Simply How It Works
“Rarely have we seen a person fail who has thoroughly followed our path. Those who do not recover are people who cannot or will not completely give themselves to this simple program, usually men and women who are constitutionally incapable of being honest with themselves. There are such unfortunates. They are not at fault; they seem to have been born that way. They are naturally incapable of grasping and developing a manner of living which demands rigorous honesty. Their chances are less than average. There are those, too, who suffer from grave emotional and mental disorders, but many of them do recover if they have the capacity to be honest.”
Good morning Ladies! I signed on to chair this week awhile back and did not anticipate my life changing as much as it did. Grateful for a solution today in my life. I am grateful to be a part of the best program EVER. We are a part of a program that has changed so many lives whether through our twelve steps or the lives of our friends and family who participate in the “sister” program, or for those who identified in other twelve step programs who were able to make change in their lives as a result of “following this path.”
What is this path?? I read the emails and could see the members who are struggling with this fatal, progressive disease. Please find a sponsor, read the Big Book, work the steps, get involved in this program. Work all the steps, honestly. There will come a time where we will not have a defense against that first drink, and it must come from a higher power.
“Rarely have we seen a person fail who has thoroughly followed our path.” What is this path? “Those who do not recover are people who cannot or will not completely give themselves to this simple program, usually men and women who are constitutionally incapable of being honest with themselves.” The word “Honest(y)” is mentioned three times in the first couple paragraphs in Chapter Five “How It Works”. What do we need to be honest about?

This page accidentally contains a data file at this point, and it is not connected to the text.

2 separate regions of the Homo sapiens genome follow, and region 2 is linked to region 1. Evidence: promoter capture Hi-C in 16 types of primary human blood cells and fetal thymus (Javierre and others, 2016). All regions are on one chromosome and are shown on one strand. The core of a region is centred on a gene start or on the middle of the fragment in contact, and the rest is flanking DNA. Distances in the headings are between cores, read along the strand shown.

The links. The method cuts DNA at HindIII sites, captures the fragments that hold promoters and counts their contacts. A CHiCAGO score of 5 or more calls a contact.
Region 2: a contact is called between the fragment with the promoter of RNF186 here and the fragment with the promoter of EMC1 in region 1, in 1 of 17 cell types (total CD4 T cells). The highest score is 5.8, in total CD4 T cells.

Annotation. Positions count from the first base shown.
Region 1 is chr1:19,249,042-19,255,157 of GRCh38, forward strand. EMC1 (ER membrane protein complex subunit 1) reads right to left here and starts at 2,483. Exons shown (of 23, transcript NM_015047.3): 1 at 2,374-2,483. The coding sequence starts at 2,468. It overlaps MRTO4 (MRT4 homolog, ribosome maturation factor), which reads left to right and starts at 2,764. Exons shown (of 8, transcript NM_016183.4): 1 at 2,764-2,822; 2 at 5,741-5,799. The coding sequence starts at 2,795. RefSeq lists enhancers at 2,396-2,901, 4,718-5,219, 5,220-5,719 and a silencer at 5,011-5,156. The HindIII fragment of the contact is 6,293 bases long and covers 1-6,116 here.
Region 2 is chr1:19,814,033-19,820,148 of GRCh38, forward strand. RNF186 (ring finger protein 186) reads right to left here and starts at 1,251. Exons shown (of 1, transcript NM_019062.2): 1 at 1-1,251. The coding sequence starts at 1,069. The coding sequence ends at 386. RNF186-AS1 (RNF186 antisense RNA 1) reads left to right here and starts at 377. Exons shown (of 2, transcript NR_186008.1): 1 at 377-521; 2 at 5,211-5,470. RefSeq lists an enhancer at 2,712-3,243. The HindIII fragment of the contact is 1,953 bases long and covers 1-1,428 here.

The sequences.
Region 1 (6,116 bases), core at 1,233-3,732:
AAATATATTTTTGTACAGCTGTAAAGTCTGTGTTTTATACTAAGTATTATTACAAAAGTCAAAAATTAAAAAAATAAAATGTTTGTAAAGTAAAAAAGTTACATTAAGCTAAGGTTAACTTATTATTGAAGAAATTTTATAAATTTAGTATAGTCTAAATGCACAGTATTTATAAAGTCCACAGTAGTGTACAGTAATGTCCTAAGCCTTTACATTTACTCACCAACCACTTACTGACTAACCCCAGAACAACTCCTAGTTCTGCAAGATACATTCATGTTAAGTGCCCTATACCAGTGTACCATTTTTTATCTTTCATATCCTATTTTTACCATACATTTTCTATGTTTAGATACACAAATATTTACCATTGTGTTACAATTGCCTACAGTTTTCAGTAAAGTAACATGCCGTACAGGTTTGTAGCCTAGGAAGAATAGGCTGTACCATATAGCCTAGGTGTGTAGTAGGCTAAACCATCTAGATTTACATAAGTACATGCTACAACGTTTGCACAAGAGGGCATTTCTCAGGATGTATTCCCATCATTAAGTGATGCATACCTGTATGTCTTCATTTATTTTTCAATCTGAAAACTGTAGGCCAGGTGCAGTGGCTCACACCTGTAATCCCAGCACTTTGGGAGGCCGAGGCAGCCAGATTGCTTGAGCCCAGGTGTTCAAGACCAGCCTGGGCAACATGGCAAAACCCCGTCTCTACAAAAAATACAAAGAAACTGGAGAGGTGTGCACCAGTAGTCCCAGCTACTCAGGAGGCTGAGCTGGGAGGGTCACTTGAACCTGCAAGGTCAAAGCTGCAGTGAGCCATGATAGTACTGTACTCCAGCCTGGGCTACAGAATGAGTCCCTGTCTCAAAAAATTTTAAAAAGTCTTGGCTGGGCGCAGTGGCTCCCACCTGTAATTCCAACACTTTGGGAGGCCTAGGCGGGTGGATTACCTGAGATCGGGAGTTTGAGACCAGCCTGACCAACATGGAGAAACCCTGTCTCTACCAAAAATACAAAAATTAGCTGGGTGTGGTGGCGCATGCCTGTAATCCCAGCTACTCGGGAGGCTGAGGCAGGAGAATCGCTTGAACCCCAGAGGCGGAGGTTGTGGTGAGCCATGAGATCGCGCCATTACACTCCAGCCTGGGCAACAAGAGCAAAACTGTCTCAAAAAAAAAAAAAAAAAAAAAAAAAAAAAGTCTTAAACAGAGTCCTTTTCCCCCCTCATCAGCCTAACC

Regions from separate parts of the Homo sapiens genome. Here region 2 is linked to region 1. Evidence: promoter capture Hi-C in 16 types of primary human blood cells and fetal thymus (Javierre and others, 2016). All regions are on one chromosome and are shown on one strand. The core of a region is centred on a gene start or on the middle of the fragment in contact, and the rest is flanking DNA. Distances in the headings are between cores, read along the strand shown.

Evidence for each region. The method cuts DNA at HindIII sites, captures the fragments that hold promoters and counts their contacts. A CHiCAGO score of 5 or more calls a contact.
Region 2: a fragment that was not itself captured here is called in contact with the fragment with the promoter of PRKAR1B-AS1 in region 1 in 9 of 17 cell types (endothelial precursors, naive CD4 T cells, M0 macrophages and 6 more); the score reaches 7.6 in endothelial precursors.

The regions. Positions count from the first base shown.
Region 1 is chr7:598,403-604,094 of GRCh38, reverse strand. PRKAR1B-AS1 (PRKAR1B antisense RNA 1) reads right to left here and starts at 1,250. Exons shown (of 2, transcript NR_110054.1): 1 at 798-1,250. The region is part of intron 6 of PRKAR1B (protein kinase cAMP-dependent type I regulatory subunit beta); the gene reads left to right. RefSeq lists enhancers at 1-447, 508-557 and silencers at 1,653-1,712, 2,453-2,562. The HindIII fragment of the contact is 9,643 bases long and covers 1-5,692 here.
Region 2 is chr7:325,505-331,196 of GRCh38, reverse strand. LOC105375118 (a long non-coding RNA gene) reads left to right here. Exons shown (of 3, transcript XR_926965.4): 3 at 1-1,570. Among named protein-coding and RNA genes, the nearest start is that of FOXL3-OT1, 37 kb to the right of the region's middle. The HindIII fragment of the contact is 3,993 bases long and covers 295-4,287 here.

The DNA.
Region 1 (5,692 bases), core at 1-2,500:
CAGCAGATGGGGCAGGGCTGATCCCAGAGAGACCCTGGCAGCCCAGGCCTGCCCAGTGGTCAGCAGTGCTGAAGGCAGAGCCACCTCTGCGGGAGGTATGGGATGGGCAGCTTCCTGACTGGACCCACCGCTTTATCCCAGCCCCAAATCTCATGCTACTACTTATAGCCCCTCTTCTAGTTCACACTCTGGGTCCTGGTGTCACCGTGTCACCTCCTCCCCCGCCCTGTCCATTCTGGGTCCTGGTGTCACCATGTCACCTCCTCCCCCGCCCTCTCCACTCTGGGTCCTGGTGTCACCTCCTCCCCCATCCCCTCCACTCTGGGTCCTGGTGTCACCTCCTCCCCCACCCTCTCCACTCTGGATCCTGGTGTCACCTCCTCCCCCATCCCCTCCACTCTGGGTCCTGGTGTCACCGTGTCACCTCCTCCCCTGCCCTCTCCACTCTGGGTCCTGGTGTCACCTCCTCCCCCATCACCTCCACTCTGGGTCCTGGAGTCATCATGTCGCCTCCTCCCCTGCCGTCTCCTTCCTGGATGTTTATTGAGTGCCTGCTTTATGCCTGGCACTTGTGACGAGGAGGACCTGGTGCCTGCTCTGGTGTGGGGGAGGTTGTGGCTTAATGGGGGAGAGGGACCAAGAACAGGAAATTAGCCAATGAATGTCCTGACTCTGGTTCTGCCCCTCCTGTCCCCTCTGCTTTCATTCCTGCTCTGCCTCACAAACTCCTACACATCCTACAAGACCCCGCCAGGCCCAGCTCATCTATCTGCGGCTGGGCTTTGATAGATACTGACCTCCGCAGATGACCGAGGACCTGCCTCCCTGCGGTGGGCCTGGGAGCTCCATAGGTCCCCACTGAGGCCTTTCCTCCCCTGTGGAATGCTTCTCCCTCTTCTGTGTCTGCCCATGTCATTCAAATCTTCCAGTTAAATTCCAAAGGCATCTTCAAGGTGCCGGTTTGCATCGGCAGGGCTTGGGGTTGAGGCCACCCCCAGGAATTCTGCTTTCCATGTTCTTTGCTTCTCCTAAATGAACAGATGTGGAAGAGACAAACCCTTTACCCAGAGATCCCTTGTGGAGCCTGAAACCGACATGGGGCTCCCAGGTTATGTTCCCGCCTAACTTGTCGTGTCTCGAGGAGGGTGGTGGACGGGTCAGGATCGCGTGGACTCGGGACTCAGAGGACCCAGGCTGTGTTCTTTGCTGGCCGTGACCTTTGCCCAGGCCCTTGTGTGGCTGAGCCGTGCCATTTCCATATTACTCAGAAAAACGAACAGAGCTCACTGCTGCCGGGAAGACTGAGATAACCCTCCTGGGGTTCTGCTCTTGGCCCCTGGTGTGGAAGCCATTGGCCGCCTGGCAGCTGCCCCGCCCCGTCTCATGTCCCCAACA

For me, I was dishonest about my alcoholism for so many years. I remember my father walking with me outside suggesting to try Alcoholics Anonymous for my drinking, because he felt I was an alcoholic. It was easier (at that time) to say the following: “Dad, I don’t believe that I have a drinking problem. I do think there is something wrong with me and that I am crazy. I might need help because I do the same things over and over and can’t stop.” Deep down inside, I was angry that he could even suggest there was a drinking problem. The day I finally asked for help was when a little voice inside said “it’s time.” I placed myself into treatment first because it was impossible to stop drinking for one day on my own. Upon leaving treatment, I was led to an AA meeting that became my home group and found my first sponsor.
“. usually men and women who are constitutionally incapable of being honest with themselves. There are such unfortunates. They are not at fault; they seem to have been born that way. They are naturally incapable of grasping and developing a manner of living which demands rigorous honesty.” A doctor diagnoses you with cancer, diabetes, (fill in the blank). I will go to any lengths to fight this disease. An alcoholic hears “you have a drinking problem, and it is fatal/progressive which will kill you” and we say, “I have it under control.” The lie that we can control our drinking is insanity.
At the end of How It Works, we read the ABC’s. Alcohol is a power great than me. I must surrender to the fact that no one can cure me of my alcoholism. It must come from a power greater than alcohol! Lastly, I have to seek out the power greater than myself. The path mentioned in the first sentence includes the remainder of the steps. Trust God, clean house, help others. What is your experience, strength, and hope for the suffering alcoholic? Do we accept this disease is a fatal, progressive disease? How do we arrest this disease and what is the solution?